Bison Abuse Merits Harsh Criticism

Guest editorial by Dr. Brian L. Horejsi-

Bison Abuse Merits Harsh Criticism

Harsh criticism is increasingly justified in todays world of National Park and public land management, a world in which regulatory retreat from principles and regulation is the new norm and “gut and grab” politics seem to be an every day threat. One such issue deserving of harsh review is the continuous persecution of bison in the Yellowstone ecosystem. What is happening on Yellowstone’s borders is no less offensive than the corralling and clubbing of dolphins in Japan, the clubbing of seal pups off Canada’s coast, or the indiscriminate slaughter of African elephants that eventually led to massive population declines barely a decade ago.

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Simpson takes another shot at CIEDRA

The Central Idaho Economic Development and Recreation Act is reintroduced into Congress

Simpson takes another shot at CIEDRA
By KATHERINE WUTZ – Idaho Mountain Express

Posted in politics, wilderness. Tags: , , , . Comments Off on Simpson takes another shot at CIEDRA

Kevin Richert: This year’s fight with the feds: Otter vs. BLM | Kevin Richert’s columns | Idaho Statesman

When I heard about the Interior Department’s decision to reverse the changes that the Bush Administration made to the policy on wild lands protection I was pleased. However, I remain skeptical at how the policy will be implemented by the current bunch running BLM who I don’t really trust. There is no doubt, however, how Idaho Governor Butch Otter feels about it.

The new policy reverses what the Bush Administration changed and allows the BLM inventory its lands to determine whether they meet the criteria for wilderness. The BLM would then go through a public process whereby lands could be designated as “wild lands”.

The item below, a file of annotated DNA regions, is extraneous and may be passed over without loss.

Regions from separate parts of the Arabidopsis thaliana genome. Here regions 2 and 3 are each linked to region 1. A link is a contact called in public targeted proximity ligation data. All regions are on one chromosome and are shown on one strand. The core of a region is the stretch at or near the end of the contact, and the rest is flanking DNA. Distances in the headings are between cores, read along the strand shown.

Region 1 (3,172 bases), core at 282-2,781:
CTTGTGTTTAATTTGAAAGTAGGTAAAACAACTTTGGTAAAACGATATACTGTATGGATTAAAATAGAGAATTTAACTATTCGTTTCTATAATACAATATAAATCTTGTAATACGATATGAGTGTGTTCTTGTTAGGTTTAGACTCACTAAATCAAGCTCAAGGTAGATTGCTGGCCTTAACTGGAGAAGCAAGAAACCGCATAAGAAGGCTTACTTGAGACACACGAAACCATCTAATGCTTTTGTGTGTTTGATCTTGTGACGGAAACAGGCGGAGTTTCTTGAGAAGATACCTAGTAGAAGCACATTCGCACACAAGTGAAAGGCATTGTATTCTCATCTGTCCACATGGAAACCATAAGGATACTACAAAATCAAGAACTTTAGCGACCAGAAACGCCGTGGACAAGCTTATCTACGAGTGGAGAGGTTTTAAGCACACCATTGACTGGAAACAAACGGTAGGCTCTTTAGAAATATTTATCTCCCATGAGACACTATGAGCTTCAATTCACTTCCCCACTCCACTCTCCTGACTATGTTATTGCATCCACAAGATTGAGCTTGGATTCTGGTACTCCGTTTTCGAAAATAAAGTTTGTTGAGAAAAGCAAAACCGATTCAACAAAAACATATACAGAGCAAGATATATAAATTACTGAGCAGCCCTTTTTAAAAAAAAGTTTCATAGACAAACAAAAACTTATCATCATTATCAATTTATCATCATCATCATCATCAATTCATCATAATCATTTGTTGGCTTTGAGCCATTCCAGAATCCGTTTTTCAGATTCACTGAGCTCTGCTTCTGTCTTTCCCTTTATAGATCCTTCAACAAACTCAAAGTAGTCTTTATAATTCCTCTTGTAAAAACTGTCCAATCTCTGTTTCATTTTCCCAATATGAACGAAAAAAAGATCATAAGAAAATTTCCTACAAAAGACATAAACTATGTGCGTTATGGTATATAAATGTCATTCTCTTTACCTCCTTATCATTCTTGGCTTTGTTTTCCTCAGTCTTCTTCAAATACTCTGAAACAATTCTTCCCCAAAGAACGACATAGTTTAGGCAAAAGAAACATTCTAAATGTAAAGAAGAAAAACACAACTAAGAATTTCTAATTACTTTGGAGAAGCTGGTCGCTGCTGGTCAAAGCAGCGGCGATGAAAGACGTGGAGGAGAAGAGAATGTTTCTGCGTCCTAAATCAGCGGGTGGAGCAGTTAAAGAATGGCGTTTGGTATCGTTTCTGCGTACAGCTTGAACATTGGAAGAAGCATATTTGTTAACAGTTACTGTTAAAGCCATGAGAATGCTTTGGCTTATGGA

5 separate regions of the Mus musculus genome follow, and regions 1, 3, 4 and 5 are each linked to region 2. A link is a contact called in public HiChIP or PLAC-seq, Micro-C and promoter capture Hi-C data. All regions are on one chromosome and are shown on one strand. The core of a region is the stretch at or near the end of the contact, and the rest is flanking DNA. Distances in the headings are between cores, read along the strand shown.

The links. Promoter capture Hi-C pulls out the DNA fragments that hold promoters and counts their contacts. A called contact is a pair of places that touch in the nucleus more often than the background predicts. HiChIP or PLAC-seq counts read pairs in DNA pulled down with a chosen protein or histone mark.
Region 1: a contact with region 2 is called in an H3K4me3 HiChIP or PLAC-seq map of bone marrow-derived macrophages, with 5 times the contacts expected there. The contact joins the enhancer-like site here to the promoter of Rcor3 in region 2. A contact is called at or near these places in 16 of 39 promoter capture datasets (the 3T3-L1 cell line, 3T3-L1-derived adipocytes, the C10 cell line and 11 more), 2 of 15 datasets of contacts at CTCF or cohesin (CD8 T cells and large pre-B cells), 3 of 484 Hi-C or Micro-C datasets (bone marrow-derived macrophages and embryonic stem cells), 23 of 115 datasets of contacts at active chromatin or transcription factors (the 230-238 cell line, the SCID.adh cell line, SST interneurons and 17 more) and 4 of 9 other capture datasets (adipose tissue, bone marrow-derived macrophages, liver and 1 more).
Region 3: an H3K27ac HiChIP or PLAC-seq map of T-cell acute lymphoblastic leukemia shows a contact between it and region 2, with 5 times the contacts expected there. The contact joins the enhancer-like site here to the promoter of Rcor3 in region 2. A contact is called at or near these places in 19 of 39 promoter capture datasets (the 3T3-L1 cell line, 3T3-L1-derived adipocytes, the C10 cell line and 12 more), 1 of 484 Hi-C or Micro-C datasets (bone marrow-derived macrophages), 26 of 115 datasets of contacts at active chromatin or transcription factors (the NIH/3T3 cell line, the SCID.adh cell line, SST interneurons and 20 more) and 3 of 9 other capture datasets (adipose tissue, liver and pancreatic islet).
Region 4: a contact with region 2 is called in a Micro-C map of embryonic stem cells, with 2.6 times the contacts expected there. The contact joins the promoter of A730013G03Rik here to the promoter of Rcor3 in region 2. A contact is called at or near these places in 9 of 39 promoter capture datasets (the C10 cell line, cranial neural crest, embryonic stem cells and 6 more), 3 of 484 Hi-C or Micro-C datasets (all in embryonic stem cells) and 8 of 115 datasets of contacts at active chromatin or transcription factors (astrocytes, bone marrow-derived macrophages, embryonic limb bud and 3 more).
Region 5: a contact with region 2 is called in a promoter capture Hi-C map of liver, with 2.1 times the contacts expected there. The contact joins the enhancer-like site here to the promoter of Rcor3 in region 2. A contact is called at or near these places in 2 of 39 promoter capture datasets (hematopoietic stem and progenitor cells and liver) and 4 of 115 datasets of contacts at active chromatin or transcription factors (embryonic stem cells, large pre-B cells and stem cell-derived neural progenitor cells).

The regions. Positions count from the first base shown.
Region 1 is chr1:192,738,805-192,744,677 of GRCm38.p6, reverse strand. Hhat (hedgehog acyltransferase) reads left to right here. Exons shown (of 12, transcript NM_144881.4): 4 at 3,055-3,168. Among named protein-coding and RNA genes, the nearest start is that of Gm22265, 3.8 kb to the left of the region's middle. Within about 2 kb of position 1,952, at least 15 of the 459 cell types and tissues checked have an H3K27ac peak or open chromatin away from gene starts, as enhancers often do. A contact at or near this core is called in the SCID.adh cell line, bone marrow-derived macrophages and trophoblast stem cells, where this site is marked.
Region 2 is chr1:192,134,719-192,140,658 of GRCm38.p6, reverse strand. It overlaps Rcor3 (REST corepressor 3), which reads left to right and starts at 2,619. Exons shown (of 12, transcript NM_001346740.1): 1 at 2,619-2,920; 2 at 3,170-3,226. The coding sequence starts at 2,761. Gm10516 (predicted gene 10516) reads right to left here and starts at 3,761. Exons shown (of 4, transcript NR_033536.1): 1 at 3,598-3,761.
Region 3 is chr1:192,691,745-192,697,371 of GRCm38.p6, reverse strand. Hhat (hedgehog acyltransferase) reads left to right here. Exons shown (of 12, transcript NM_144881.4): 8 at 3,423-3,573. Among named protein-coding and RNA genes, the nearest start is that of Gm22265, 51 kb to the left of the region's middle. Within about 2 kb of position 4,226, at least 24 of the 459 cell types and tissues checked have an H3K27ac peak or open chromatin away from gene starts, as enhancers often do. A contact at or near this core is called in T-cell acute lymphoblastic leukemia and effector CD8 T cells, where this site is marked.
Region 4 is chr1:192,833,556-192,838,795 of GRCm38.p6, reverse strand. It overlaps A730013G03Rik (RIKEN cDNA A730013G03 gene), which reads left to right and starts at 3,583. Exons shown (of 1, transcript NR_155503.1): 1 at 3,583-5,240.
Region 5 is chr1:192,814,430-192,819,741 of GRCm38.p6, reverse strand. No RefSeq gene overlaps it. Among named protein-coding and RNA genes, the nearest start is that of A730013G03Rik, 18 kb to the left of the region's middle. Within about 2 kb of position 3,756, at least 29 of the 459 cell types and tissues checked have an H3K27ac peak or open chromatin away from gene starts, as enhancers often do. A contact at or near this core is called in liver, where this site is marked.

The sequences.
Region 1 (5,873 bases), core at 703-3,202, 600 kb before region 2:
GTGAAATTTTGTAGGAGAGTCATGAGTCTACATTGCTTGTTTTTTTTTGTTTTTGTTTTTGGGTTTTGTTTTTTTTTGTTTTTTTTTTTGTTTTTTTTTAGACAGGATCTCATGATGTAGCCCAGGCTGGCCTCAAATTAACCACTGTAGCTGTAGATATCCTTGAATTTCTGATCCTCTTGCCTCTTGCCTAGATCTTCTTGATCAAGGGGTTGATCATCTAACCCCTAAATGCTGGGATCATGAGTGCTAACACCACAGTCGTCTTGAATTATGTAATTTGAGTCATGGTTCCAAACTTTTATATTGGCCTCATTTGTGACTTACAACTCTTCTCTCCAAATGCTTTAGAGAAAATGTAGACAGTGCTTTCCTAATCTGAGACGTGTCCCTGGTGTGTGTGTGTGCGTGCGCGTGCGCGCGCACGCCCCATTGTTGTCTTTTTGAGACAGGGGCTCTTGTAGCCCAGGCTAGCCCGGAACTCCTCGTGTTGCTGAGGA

For Butch, and his buddies, complete domination over the landscape is not enough. It is unacceptable that anyone, other than the chosen few who maintain control, have any say in how the public’s landscapes are managed. It seems as if their motto is “one cow, one vote”.

Kevin Richert: This year’s fight with the feds: Otter vs. BLM.
Kevin Richert – Idaho Statesman

S.D. ranchers fear wilderness act steals control

Ranchers complain about losing control while accepting government handouts.

The Buffalo Gap National Grassland of South Dakota doesn’t have buffalo any more but it certainly has a handful of ranchers with a strong sense of entitlement. They are worrying that wilderness designation will “steal” control that they seem to believe they should have over these publicly owned lands. Amazingly, the new wilderness designation leaves their control in place and allows them to continue grazing.

In the article ranchers bring up the tired old argument that Easterners are telling them what to do with “their” land but it’s not their land and the idea to designate it as wilderness, as the article points out, came from people who live there too.

“These outsiders from New York and New Jersey are telling us what to do, all these special interests,” Hermosa rancher Denise Baker said. “They’ll get the designation, pat themselves on the back and leave. And us? We’re stuck with it.”